Israel is pushing through a plan to plant trees across a significant swath of the Negev in a bid to deny Bedouin residents from accessing the lands.
The plan is described as “agricultural planting” but local activists and human rights organizations say it is being implemented to weaken the Bedouin’s connection to the lands, a significant amount of which are the subject of ownership lawsuits and some of which are used for agriculture. The Society for the Protection of Nature in Israel (SPNI) states that this move also has destructive repercussions for the desert environment and is being taken while sidestepping planning procedures.
The planting, which the Jewish National Fund (Keren Kayemeth LeIsrael) is in charge of, is planned across 40,000 dunams (10,000 acres) and focuses on areas around the Bedouin communities of Segev Shalom and Abu Talul.
The interministerial coordination committee responsible for approving the plan debated it on Monday. Israel Skop of the Israel Land Authority heads the committee, which was established five years ago, in wake of SPNI’s petition to the High Court of Justice against the ILA’s planting policy on the grounds that it violated planning procedures.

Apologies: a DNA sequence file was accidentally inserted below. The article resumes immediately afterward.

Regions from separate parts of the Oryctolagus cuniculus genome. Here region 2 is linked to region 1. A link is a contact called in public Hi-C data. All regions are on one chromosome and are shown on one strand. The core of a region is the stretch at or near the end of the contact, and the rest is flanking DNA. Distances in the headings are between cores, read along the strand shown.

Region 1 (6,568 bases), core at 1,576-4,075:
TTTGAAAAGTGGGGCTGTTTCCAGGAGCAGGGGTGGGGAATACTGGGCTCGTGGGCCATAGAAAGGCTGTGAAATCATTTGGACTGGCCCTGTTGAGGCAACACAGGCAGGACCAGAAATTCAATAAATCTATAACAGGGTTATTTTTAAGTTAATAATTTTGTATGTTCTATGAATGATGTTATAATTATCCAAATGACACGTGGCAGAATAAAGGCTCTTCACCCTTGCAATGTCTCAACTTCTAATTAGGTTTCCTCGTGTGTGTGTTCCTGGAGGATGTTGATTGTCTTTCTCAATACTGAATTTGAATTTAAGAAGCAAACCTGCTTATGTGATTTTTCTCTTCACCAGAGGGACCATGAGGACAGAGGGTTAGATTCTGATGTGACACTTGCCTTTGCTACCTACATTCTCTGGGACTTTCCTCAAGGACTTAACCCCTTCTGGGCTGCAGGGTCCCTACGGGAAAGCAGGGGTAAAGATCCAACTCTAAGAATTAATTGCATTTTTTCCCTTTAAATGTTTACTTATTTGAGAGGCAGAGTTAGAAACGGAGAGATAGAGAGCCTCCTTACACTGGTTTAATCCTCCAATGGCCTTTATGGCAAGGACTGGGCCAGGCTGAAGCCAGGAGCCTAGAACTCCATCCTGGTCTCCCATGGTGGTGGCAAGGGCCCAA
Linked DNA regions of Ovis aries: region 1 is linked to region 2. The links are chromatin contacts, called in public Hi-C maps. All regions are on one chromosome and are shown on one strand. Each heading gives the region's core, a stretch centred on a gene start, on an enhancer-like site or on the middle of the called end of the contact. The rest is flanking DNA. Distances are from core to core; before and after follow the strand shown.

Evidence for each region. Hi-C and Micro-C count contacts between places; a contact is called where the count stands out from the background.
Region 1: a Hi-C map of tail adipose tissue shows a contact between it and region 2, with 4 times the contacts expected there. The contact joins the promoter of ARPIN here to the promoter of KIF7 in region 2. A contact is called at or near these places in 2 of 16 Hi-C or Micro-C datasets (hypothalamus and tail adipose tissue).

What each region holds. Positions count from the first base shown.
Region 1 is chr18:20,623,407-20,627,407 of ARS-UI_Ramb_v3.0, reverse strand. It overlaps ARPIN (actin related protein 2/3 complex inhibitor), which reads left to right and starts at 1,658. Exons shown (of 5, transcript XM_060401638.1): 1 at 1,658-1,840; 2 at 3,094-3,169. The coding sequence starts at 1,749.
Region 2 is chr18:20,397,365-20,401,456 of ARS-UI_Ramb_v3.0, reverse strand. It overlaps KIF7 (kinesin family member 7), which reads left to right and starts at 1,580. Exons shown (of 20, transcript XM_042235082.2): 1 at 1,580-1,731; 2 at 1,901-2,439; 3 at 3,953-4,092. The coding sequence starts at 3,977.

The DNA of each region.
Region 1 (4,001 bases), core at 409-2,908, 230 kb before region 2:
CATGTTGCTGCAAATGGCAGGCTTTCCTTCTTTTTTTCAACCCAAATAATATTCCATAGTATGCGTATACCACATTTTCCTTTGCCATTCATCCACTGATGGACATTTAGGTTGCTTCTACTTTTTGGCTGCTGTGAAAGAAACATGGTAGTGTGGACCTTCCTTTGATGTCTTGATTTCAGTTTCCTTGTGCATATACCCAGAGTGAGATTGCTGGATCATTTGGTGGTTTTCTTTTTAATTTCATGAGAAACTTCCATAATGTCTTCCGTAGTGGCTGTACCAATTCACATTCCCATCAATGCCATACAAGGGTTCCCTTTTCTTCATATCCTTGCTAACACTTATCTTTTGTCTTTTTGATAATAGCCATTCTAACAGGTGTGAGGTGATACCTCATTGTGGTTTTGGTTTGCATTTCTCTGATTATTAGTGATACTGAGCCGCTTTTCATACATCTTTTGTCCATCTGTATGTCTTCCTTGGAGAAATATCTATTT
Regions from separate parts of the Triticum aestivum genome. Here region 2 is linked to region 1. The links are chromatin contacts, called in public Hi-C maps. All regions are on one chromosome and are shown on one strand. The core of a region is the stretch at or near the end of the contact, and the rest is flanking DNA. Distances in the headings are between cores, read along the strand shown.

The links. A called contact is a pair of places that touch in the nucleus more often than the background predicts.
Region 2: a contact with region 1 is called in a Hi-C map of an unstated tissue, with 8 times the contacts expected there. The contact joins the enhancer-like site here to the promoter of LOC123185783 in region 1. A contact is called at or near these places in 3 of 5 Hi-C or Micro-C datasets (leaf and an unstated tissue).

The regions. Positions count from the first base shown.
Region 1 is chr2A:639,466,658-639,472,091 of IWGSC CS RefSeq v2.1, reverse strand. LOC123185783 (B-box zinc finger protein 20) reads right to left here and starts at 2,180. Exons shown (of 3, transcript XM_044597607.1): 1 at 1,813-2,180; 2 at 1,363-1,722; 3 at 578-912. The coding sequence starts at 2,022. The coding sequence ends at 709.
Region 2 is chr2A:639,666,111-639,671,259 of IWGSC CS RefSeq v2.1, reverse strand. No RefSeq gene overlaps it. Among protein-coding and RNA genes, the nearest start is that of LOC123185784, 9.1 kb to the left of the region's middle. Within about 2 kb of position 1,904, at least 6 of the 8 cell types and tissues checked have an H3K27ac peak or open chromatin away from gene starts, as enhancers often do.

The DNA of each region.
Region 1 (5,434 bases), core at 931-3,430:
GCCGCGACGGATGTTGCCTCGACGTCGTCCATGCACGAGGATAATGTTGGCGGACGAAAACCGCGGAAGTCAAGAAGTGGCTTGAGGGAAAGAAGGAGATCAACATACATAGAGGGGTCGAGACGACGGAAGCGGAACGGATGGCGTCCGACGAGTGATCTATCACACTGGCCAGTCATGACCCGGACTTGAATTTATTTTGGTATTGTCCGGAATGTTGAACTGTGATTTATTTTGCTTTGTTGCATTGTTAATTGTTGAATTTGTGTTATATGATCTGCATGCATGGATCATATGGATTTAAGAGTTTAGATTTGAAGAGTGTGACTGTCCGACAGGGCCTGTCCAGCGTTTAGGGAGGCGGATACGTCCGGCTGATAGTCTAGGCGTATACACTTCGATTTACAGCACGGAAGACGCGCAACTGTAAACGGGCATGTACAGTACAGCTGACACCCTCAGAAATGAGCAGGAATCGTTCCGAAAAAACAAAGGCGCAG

The state agreed in response to establish the coordination committee to approve so-called agricultural plantings.
Planting has occurred periodically since then. Work was done recently adjacent to the unrecognized Bedouin village of Hirbat Al-Watan, east of Tel Sheva, where 4,500 people live. The village is in the process of planning and gaining official recognition. So far, the committee decided to start planting only in parts of the lands.
In this case, residents turned to Economy and Industry Minister Amir Peretz, responsible for the Authority for Development and Settlement of the Bedouin. He acted to stop the works. However, the ILA is permitted to continue such works even without coordination with the Bedouin development authority. In response, far-right lawmaker Bezalel Smotrich complained to Prime Minister Benjamin Netanyahu that “a Zionist deed of unmatched importance” was being stopped.
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“One day tractors and other equipment showed up and started digging ditches right next to residents’ homes,” Majd al-Shenarna, chairman of the village council. “It was frightening because there were rumors that they wanted to move us elsewhere. All this happened on plots that village residents have owned for generations. There was no signage or explanation what they were doing. We asked a human rights group to help us, and we set up a protest tent.”
The works were halted, but resumed last week before being stopped again a few days ago.
“This time, they told us they were planning to work on the plots which have no ownership claims,” Al-Shenara said. “However, we explained to them that this area is also important to the village’s future because we will need it for public buildings.”